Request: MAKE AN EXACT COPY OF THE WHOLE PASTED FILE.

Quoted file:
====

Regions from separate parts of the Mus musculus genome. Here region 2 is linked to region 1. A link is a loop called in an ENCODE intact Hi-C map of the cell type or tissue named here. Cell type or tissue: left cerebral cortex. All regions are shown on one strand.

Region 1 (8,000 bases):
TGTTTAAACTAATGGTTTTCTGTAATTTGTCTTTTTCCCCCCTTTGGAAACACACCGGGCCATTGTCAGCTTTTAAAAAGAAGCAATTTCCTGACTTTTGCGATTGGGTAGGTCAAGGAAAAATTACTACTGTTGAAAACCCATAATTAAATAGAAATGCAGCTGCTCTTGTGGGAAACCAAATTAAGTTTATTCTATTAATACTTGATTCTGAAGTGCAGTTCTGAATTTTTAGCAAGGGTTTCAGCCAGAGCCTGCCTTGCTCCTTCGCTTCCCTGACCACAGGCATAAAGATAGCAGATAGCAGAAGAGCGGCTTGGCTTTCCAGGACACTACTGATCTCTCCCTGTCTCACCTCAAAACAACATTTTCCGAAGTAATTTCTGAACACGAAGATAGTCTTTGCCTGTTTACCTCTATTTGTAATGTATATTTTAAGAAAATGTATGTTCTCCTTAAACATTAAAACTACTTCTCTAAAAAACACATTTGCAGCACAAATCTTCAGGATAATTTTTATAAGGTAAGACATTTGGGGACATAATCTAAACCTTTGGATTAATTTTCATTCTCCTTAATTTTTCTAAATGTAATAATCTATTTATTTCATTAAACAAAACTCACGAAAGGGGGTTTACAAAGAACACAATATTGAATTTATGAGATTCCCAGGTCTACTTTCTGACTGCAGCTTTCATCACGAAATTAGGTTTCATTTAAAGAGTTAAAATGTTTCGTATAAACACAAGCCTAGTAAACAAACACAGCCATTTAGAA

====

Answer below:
Regions from separate parts of the Mus musculus genome. Here region 2 is linked to region 1. A link is a loop called in an ENCODE intact Hi-C map of the cell type or tissue named here. Cell type or tissue: left cerebral cortex. All regions are shown on one strand.

Region 1 (8,000 bases):
TGTTTAAACTAATGGTTTTCTGTAATTTGTCTTTTTCCCCCCTTTGGAAACACACCGGGCCATTGTCAGCTTTTAAAAAGAAGCAATTTCCTGACTTTTGCGATTGGGTAGGTCAAGGAAAAATTACTACTGTTGAAAACCCATAATTAAATAGAAATGCAGCTGCTCTTGTGGGAAACCAAATTAAGTTTATTCTATTAATACTTGATTCTGAAGTGCAGTTCTGAATTTTTAGCAAGGGTTTCAGCCAGAGCCTGCCTTGCTCCTTCGCTTCCCTGACCACAGGCATAAAGATAGCAGATAGCAGAAGAGCGGCTTGGCTTTCCAGGACACTACTGATCTCTCCCTGTCTCACCTCAAAACAACATTTTCCGAAGTAATTTCTGAACACGAAGATAGTCTTTGCCTGTTTACCTCTATTTGTAATGTATATTTTAAGAAAATGTATGTTCTCCTTAAACATTAAAACTACTTCTCTAAAAAACACATTTGCAGCACAAATCTTCAGGATAATTTTTATAAGGTAAGACATTTGGGGACATAATCTAAACCTTTGGATTAATTTTCATTCTCCTTAATTTTTCTAAATGTAATAATCTATTTATTTCATTAAACAAAACTCACGAAAGGGGGTTTACAAAGAACACAATATTGAATTTATGAGATTCCCAGGTCTACTTTCTGACTGCAGCTTTCATCACGAAATTAGGTTTCATTTAAAGAGTTAAAATGTTTCGTATAAACACAAGCCTAGTAAACAAACACAGCCATTTAGAA